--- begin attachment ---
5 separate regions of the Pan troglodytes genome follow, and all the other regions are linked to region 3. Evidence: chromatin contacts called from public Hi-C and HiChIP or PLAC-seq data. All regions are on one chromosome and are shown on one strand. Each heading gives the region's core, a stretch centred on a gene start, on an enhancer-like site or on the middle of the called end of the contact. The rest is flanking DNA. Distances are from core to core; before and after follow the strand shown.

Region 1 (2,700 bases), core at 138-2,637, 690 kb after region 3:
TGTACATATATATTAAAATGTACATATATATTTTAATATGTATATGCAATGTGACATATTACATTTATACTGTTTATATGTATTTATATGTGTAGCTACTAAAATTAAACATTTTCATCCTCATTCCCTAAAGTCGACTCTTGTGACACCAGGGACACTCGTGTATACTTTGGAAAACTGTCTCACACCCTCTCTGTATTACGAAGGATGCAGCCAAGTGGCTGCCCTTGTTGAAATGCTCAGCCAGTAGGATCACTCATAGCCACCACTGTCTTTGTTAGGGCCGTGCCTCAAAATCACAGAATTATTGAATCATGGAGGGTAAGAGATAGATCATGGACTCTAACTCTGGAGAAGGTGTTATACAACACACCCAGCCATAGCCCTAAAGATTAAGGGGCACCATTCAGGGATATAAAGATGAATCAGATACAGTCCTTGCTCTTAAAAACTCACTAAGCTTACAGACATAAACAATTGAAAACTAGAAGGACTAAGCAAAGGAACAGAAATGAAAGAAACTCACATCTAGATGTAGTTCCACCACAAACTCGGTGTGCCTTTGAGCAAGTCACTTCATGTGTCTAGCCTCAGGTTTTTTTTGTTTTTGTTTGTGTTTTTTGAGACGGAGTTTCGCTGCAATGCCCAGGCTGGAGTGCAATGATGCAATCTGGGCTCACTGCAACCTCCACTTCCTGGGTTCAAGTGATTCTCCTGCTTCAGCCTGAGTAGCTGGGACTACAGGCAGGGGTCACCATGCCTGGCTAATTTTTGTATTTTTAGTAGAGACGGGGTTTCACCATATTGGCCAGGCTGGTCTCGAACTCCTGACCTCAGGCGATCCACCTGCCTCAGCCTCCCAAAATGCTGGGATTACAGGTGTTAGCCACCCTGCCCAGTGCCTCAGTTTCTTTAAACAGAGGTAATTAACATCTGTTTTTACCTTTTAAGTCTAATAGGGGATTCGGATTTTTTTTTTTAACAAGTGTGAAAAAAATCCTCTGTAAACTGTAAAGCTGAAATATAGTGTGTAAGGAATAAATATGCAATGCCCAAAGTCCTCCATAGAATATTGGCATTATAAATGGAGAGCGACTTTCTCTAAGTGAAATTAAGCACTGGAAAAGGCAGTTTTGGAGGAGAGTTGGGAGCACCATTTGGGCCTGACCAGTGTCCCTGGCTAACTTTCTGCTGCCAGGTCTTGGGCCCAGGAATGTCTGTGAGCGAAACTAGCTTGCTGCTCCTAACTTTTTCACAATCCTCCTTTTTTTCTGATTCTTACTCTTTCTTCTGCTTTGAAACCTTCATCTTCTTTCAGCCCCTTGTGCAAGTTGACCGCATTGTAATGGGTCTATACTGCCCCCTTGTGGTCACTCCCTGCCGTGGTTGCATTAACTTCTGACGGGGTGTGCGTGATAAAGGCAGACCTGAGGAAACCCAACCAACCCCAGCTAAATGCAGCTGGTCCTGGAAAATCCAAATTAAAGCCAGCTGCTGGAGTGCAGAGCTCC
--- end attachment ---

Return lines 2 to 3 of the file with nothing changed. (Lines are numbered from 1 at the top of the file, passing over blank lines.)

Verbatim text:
Region 1 (2,700 bases), core at 138-2,637, 690 kb after region 3:
TGTACATATATATTAAAATGTACATATATATTTTAATATGTATATGCAATGTGACATATTACATTTATACTGTTTATATGTATTTATATGTGTAGCTACTAAAATTAAACATTTTCATCCTCATTCCCTAAAGTCGACTCTTGTGACACCAGGGACACTCGTGTATACTTTGGAAAACTGTCTCACACCCTCTCTGTATTACGAAGGATGCAGCCAAGTGGCTGCCCTTGTTGAAATGCTCAGCCAGTAGGATCACTCATAGCCACCACTGTCTTTGTTAGGGCCGTGCCTCAAAATCACAGAATTATTGAATCATGGAGGGTAAGAGATAGATCATGGACTCTAACTCTGGAGAAGGTGTTATACAACACACCCAGCCATAGCCCTAAAGATTAAGGGGCACCATTCAGGGATATAAAGATGAATCAGATACAGTCCTTGCTCTTAAAAACTCACTAAGCTTACAGACATAAACAATTGAAAACTAGAAGGACTAAGCAAAGGAACAGAAATGAAAGAAACTCACATCTAGATGTAGTTCCACCACAAACTCGGTGTGCCTTTGAGCAAGTCACTTCATGTGTCTAGCCTCAGGTTTTTTTTGTTTTTGTTTGTGTTTTTTGAGACGGAGTTTCGCTGCAATGCCCAGGCTGGAGTGCAATGATGCAATCTGGGCTCACTGCAACCTCCACTTCCTGGGTTCAAGTGATTCTCCTGCTTCAGCCTGAGTAGCTGGGACTACAGGCAGGGGTCACCATGCCTGGCTAATTTTTGTATTTTTAGTAGAGACGGGGTTTCACCATATTGGCCAGGCTGGTCTCGAACTCCTGACCTCAGGCGATCCACCTGCCTCAGCCTCCCAAAATGCTGGGATTACAGGTGTTAGCCACCCTGCCCAGTGCCTCAGTTTCTTTAAACAGAGGTAATTAACATCTGTTTTTACCTTTTAAGTCTAATAGGGGATTCGGATTTTTTTTTTTAACAAGTGTGAAAAAAATCCTCTGTAAACTGTAAAGCTGAAATATAGTGTGTAAGGAATAAATATGCAATGCCCAAAGTCCTCCATAGAATATTGGCATTATAAATGGAGAGCGACTTTCTCTAAGTGAAATTAAGCACTGGAAAAGGCAGTTTTGGAGGAGAGTTGGGAGCACCATTTGGGCCTGACCAGTGTCCCTGGCTAACTTTCTGCTGCCAGGTCTTGGGCCCAGGAATGTCTGTGAGCGAAACTAGCTTGCTGCTCCTAACTTTTTCACAATCCTCCTTTTTTTCTGATTCTTACTCTTTCTTCTGCTTTGAAACCTTCATCTTCTTTCAGCCCCTTGTGCAAGTTGACCGCATTGTAATGGGTCTATACTGCCCCCTTGTGGTCACTCCCTGCCGTGGTTGCATTAACTTCTGACGGGGTGTGCGTGATAAAGGCAGACCTGAGGAAACCCAACCAACCCCAGCTAAATGCAGCTGGTCCTGGAAAATCCAAATTAAAGCCAGCTGCTGGAGTGCAGAGCTCC